Additionally, the disclosed CCD incorporates an articulating mirror along the optic path which can be externally controlled to pan through all or a portion of the aerial image. If a series of images are obtained which slightly overlap, a composite image can be reconstructed using the system computer to orient and match the segments, thereby providing a view having extremely high resolution.
FIG. 1(a) is a schematic diagram showing a typical prior art fundus imaging system;
FIG. 1(b) is a schematic diagram showing the preferred embodiment of the disclosed CCD camera;
FIG. 2 is a back cross-sectional view of the disclosed CCD camera;
FIG. 3 is a top cross-sectional view of the disclosed CCD camera showing mirror placement;
FIG. 4 is a top cross-sectional view of the disclosed CCD camera showing lens placement;
FIG. 5 is a top cross-sectional view of the disclosed CCD camera showing the CCD module placement;
FIG. 6 is a back cross-sectional view of the disclosed CCD camera showing the CCD module and mirrors; and
FIG. 7 is a side view of the zoom lens.
Referring now to FIG. 1(a), a schematic diagram of a typical prior art system shows a fundus camera 1 mounted on an optical supporting structure 2 and optical interface 4. A video camera 3 permits viewing of the image collected by the fundus camera 1 on the monitor 7. Processing and storage of the images can be effected using a conventional computer 5 connected to the video camera 3. FIG. 1(b) illustrates a similar fundus camera system with the preferred embodiment of the CCD camera 9 replacing the video camera 3 and optical interface 4 of the prior art system in FIG. 1(a).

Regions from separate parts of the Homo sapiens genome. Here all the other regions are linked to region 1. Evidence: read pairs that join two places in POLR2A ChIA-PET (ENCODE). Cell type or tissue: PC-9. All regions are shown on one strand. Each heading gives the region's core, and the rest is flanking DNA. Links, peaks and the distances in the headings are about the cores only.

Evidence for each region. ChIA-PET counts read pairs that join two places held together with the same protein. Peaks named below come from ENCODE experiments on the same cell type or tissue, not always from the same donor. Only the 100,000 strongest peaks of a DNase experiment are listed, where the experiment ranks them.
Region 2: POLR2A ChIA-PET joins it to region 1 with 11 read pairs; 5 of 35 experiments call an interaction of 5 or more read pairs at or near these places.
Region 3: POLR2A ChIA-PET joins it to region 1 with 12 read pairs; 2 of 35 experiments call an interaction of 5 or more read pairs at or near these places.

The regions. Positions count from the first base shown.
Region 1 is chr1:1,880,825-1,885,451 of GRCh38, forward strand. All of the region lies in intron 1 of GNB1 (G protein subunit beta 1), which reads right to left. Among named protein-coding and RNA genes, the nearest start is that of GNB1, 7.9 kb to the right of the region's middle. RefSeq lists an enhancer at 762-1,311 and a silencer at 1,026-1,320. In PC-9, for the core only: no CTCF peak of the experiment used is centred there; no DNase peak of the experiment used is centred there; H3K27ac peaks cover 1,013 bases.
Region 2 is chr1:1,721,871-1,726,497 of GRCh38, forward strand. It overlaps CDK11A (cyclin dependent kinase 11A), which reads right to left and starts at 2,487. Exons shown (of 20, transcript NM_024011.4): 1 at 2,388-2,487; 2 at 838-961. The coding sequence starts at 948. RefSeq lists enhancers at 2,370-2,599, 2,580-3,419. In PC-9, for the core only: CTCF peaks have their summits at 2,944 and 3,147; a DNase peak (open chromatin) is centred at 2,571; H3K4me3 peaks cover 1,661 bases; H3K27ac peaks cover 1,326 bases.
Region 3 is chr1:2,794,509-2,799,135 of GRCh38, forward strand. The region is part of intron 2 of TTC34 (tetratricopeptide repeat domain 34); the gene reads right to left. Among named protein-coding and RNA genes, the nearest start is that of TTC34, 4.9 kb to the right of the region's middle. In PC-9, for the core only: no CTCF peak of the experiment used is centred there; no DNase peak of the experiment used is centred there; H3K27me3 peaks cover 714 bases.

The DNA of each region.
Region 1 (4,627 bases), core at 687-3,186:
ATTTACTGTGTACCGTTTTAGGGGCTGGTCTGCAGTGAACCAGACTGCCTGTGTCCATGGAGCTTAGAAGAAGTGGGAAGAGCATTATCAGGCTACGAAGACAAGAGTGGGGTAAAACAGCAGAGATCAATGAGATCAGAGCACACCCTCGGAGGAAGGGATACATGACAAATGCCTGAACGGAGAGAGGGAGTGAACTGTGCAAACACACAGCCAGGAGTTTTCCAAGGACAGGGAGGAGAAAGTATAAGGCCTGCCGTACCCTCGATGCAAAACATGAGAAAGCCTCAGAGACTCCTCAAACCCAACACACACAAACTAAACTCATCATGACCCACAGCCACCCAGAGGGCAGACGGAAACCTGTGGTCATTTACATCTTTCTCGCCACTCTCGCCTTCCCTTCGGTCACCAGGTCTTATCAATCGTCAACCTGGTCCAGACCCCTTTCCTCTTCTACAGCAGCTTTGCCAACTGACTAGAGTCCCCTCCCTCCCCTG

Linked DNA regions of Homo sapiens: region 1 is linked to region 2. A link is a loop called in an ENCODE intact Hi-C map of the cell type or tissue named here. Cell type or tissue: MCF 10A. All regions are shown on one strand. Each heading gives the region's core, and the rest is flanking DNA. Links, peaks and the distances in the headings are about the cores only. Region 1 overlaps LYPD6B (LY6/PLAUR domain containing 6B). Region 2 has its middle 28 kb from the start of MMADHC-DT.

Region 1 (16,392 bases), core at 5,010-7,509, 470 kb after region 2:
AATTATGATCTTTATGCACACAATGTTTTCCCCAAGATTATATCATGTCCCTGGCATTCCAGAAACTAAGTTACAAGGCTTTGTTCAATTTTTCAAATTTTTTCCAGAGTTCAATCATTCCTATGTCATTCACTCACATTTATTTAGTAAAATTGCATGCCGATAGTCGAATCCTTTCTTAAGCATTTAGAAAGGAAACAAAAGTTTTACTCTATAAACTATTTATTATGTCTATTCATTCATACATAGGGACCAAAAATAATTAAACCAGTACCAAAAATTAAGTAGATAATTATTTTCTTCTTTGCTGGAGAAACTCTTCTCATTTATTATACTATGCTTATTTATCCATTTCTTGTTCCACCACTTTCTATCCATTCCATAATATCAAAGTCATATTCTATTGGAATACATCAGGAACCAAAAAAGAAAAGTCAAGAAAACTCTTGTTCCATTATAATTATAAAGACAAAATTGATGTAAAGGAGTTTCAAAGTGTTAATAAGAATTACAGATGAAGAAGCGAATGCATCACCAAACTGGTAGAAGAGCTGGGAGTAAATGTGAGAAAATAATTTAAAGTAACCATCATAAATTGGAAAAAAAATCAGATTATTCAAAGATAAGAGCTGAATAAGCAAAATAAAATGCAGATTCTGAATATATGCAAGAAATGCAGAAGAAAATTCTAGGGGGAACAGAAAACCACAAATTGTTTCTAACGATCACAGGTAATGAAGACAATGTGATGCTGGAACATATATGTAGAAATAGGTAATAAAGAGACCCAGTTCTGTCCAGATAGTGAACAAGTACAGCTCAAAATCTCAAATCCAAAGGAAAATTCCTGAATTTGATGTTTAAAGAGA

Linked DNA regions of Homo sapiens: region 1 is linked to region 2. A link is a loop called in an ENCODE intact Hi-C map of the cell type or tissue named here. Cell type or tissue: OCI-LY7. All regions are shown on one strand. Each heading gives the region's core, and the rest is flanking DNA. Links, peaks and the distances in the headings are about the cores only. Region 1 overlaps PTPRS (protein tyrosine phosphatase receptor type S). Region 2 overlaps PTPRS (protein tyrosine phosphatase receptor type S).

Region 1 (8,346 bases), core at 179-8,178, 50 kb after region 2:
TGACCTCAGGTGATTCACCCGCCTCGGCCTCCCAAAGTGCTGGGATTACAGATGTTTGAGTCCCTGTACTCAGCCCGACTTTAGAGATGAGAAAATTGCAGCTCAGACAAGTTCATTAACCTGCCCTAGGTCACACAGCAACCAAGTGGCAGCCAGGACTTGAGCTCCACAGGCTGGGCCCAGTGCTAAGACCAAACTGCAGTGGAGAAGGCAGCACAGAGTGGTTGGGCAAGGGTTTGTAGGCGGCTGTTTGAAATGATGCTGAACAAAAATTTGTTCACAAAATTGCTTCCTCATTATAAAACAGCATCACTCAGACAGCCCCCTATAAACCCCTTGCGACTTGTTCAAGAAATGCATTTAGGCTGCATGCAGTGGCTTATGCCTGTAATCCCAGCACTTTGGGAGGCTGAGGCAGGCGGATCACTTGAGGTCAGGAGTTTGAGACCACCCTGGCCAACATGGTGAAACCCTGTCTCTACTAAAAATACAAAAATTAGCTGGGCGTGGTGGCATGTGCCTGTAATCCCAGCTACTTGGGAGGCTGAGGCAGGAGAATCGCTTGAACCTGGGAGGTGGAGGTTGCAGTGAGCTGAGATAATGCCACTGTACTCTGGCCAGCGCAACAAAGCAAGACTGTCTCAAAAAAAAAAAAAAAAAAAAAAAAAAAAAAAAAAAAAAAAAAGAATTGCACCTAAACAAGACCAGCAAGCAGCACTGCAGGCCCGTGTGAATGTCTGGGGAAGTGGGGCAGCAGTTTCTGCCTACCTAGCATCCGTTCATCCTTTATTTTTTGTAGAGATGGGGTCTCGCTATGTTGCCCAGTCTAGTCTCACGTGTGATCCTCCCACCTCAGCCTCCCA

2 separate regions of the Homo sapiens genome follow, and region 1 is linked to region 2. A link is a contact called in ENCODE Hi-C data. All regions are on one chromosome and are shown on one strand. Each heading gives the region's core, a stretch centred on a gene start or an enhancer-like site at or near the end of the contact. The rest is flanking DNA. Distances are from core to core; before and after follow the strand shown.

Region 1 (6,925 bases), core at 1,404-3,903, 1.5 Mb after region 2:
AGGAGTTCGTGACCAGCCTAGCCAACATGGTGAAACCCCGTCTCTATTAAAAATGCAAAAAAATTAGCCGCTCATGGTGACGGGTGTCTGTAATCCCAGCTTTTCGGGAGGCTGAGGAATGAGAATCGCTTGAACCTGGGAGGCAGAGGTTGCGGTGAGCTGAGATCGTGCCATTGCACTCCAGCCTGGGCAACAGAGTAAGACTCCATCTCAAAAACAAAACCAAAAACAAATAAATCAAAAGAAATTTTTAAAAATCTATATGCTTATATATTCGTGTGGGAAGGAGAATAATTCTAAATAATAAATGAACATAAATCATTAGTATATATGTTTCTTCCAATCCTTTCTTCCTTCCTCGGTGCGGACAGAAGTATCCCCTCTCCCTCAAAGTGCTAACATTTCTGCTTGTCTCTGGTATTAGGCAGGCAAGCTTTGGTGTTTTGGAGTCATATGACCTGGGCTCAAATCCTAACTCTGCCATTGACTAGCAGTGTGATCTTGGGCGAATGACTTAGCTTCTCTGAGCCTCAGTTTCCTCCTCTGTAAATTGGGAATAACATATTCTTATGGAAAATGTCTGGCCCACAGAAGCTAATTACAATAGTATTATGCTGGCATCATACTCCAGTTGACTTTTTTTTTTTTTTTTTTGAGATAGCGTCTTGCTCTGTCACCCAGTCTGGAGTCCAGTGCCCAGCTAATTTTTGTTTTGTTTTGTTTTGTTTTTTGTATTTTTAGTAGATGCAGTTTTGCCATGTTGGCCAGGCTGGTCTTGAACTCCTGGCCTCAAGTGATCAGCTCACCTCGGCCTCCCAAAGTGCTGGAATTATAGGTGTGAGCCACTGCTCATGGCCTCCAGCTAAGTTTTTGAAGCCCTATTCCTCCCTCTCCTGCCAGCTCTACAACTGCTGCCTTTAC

Referring now to FIG. 2, a back cross-sectional view of the disclosed CCD camera 9 shows the placement of the major CCD camera 9 components. Referring also to FIG. 6, the CCD camera 9 interfaces to the back-plate of the conventional fundus camera 1 through bayonet coupling 31. This bayonet coupling 31 is removable and may be replaced with optional couplings to accomodate the various conventional fundus cameras 1. The aerial image 33 enters the CCD camera 9 through a window 23 shown most clearly in FIG. 3. This aerial image 33 is in a size format for recording on 35 mm film by the fundus camera 1 and, while traveling through the optical path of the CCD camera 9, will be reduced in size by approximately one-third for recording by the CCD sensor 11.
Upon entering window 23, the aerial image 33 is reflected approximately 90 degrees by a first mirror 25. The reflection is then focussed and aligned by field lens 21. Second and third mirrors 35,37 fold the image through a 180-degree angle and into alignment with zoom lens 17. The second and third mirrors 35,37 are adjustable over a short range to compensate for minor focal length deviations between various brands of fundus cameras 1. Zoom lens 17 is a conventional par focal optic that allows the user to vary the field of view while maintaining a constant focussing of the aerial image 33. This zoom capability allows greatly enhanced resolution of a field within the aerial image 33.